By Scott Tibbs, June 24, 2011
The Indiana Daily Student's article about how Indiana University is "among the worst in the nation" in gaining convictions for sexual assault is symptomatic of one of the fundamental problems of our criminal justice system. Getting convictions should never in and of itself be the goal of law enforcement. The goal should be to see that justice is done.
False reports of rape do happen. Four years ago, a 19-year-old IU student fabricated a kidnapping and "rape." She later recanted her story and admitted that she "engaged in consensual sex with a man at a local motel." (Herald-Times, March 30, 2007) Who can forget the Duke lacrosse scandal, where a stripper fabricated a "rape" that never took place and engaged in a criminal conspiracy with disgraced, disbarred ex-prosecutor Mike Nifong to railroad men for a crime that never happened? Let's not forget that the "university" immediately took the side of the false accuser.
Worse, the Obama Administration has issued new regulations calling for universities to consider "a preponderance of the evidence" in rape cases, rather than the traditional standard of beyond a reasonable doubt. Does President Obama understand basic American values and the principle of innocent until proven guilty?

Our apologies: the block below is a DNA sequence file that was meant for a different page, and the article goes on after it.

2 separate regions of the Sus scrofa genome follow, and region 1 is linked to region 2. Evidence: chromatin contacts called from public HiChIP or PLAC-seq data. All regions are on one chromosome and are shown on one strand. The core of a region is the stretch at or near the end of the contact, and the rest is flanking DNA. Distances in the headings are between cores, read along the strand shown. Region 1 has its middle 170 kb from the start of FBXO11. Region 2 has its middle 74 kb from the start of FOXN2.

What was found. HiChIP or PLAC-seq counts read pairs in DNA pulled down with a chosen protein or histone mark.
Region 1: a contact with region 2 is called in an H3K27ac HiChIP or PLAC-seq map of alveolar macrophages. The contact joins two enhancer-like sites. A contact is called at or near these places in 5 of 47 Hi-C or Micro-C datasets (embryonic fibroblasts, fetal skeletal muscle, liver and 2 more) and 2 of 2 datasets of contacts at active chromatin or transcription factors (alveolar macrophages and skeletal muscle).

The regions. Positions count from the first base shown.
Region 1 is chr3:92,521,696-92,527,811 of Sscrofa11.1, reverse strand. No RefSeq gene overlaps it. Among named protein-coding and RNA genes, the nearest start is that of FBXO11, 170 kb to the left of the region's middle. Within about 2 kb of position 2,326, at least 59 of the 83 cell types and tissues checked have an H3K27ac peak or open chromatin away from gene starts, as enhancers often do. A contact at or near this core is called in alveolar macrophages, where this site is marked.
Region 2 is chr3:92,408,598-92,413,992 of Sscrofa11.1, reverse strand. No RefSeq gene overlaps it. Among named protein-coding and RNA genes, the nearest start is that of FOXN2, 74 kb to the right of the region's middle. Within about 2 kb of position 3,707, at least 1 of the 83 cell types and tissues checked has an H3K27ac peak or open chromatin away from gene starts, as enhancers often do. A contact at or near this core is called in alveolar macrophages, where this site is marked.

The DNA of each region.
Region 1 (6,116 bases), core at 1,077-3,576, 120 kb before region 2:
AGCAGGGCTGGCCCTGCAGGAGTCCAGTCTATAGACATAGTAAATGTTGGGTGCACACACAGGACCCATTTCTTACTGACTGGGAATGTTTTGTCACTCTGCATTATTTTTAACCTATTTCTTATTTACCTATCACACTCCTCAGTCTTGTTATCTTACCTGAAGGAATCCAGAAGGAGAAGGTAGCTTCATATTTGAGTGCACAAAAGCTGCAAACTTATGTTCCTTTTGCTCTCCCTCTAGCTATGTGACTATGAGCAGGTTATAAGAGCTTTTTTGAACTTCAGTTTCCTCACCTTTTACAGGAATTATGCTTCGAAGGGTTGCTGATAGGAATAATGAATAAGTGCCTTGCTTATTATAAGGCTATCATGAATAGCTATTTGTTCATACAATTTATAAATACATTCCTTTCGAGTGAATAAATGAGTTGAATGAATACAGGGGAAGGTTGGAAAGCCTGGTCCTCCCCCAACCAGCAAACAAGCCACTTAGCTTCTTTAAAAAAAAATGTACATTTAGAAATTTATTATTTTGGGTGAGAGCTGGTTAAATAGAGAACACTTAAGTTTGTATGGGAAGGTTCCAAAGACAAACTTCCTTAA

But the problem is more widespread than that. We have seen story after story about people who have been convicted of crimes they did not commit, and released after decades in prison when serious flaws in their convictions came to light. In some cases, those convictions were based on corrupt prosecutors deliberately hiding evidence so they could "win" a conviction at the expense of justice.
The Innocence Project has a list of people who have been wrongfully convicted and has worked tirelessly to help secure the release of people who have committed no crime.
Rapists who are convicted after a fair trial by a jury of their peers should be punished to the fullest extent of the law. There may be things that can be done to ensure that rapists do not get away with their crimes. But the goal should NEVER under any circumstances be "more convictions." The goal should always be justice.